Wednesday, November 08, 2006

cut and run?

Defense Secretary Donald Rumsfeld stepped down as defense secretary on Wednesday, one day after midterm elections in which opposition to the war in Iraq contributed to heavy Republican losses.

President Bush said he would nominate Robert Gates, a former CIA director, to replace Rumsfeld at the Pentagon.

Asked whether his announcement signaled a new direction in the war that has claimed the lives of more than 2,800 U.S. troops, Bush said, "Well, there's certainly going to be new leadership at the Pentagon."

Bush lavished praise on Rumsfeld, who has spent six stormy years at his post. The president disclosed he met with Gates last Sunday, two days before the elections in which Democrats swept to control of the House and possibly the Senate.

Last week, as he campaigned to save the Republican majority, Bush declared that Rumsfeld would remain at the Pentagon through the end of his term.

Seems more like window dressing to me, but it is a moral victory for the brand new Democratic majority. Appears that the kitchen's getting a little too hot.

Of course, meet the new boss, worse than the old boss?

Robert Gates highlights:

* Served as Director of Central Intelligence from November 6, 1991 until January 20, 1993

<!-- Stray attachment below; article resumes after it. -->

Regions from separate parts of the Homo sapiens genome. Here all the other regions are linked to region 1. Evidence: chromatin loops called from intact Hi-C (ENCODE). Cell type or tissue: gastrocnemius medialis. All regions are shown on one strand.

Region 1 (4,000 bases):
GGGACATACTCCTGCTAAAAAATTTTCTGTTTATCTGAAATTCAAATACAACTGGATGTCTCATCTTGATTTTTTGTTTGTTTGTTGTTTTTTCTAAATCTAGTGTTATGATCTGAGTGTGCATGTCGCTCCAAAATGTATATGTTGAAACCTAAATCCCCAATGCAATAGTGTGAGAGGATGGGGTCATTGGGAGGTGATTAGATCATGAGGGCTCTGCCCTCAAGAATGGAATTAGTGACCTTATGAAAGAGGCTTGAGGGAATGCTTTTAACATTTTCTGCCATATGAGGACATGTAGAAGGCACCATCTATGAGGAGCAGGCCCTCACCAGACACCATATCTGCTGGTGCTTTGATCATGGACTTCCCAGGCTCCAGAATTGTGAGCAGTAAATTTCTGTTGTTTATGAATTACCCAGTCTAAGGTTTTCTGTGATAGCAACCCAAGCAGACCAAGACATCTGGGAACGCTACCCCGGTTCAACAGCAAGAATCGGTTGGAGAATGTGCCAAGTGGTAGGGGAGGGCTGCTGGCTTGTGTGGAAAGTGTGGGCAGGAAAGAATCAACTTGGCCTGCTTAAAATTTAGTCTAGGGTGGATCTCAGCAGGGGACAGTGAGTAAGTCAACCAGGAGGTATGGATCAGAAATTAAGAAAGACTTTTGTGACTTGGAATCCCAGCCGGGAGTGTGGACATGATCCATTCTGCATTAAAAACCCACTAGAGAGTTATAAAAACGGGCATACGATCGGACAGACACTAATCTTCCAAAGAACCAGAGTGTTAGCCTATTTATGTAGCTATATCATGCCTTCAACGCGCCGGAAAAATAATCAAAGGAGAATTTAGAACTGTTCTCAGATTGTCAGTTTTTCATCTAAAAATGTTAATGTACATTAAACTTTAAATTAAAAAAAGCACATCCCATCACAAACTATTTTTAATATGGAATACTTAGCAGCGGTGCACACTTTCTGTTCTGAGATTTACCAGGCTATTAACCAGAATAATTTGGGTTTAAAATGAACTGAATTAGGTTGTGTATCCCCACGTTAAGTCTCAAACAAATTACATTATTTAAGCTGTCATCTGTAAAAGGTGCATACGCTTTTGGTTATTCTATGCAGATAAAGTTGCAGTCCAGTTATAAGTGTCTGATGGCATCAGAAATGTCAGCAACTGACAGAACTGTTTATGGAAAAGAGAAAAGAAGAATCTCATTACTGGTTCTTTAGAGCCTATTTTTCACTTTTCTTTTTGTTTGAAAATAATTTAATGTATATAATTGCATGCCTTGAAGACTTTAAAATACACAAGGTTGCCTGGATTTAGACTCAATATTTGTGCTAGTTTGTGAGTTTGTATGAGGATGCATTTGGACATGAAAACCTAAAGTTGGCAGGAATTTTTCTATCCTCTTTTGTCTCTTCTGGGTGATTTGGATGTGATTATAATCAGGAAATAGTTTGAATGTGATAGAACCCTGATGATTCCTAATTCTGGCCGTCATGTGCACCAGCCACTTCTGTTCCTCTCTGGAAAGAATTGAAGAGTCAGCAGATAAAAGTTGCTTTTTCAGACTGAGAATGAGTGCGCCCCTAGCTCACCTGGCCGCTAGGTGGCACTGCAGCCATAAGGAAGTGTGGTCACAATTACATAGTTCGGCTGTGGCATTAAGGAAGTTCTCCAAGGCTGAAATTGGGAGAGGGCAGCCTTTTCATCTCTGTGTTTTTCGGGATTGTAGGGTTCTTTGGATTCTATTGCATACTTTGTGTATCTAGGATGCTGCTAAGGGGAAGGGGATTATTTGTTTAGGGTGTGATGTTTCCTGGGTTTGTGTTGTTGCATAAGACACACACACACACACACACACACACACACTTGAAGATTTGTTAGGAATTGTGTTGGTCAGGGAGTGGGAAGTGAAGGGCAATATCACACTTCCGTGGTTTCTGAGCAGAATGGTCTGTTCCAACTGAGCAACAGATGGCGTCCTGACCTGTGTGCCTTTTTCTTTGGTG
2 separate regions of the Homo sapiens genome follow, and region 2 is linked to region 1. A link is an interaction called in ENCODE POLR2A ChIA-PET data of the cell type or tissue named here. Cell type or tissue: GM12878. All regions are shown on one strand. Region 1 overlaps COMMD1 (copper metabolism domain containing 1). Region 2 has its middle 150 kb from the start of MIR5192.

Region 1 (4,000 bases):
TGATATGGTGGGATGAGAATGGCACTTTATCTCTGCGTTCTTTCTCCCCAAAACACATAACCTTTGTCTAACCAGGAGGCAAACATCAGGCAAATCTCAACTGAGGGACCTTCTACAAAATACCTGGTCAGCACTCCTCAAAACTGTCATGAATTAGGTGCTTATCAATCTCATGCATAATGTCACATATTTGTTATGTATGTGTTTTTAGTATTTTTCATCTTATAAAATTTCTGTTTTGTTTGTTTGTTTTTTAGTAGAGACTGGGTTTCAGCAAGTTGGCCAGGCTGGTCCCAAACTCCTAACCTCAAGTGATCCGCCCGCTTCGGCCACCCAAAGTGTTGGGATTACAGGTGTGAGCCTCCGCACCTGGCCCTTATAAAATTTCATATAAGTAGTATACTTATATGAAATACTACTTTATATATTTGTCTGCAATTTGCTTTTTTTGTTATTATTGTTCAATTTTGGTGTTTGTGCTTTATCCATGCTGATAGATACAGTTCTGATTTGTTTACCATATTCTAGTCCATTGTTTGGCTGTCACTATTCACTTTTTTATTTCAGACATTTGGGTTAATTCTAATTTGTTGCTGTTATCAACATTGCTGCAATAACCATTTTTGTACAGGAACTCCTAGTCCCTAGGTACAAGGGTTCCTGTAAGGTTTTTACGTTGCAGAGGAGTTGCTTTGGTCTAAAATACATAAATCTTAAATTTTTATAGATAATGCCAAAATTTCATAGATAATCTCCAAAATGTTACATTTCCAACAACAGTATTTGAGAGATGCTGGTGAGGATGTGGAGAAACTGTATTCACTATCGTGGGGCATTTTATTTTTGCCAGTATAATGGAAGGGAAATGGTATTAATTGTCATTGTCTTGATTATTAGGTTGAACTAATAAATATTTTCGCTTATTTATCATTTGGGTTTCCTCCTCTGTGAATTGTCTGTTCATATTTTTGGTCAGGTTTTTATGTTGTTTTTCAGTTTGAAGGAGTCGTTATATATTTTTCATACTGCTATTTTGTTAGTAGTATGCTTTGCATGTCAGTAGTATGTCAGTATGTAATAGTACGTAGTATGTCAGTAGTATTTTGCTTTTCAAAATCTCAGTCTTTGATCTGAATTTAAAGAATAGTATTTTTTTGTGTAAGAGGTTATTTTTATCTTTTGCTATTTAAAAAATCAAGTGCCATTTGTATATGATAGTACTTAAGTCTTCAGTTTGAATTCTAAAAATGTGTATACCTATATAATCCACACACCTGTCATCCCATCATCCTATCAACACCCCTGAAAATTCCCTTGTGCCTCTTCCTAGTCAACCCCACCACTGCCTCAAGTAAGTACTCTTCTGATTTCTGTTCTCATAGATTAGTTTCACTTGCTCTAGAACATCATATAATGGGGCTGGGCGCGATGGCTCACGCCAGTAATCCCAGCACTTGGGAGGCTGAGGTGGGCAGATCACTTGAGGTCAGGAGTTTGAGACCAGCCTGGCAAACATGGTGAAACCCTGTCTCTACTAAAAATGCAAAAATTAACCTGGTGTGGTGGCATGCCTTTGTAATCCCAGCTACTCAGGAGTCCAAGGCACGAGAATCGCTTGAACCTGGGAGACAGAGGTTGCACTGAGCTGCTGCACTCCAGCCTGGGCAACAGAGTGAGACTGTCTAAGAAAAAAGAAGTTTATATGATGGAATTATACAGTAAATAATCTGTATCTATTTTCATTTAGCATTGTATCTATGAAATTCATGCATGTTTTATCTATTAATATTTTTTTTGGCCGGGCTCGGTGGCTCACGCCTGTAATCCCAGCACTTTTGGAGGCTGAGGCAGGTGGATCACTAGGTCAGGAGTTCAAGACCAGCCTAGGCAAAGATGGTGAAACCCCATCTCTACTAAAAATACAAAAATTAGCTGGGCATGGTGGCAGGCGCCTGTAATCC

* 26-year career in the CIA and the National Security Council.

* Only career officer in the CIA's history (as of 2005) to rise from entry-level employee to Director.

* Interim Dean of the George Bush School of Government and Public Service at Texas A&M from 1999 to 2001

* President of Texas A&M University

* During his tenure as a senior-ranking CIA official, Gates was close to many figures who played significant roles in the Iran/Contra affair and was in a position to have known of their activities. However, the evidence developed by Independent Counsel did not warrant indictment of Gates for his Iran/Contra activities.

And with the Administration moving quickly to replace the divisive Secretary of Defense with a trusted ally and close family friend, Gates can ride out the next two years as a lame duck SecDef, blaming any failures on the last guy while dodging any real responsibility.

Still, Rummy's resignation is a big win for the Democrats, with the GOP conceding that he's too much of a liabiliaty to keep any longer. And it's the first sign of any potential change in the current policy for Iraq.

What's that sound? The sands, they are a'shifting.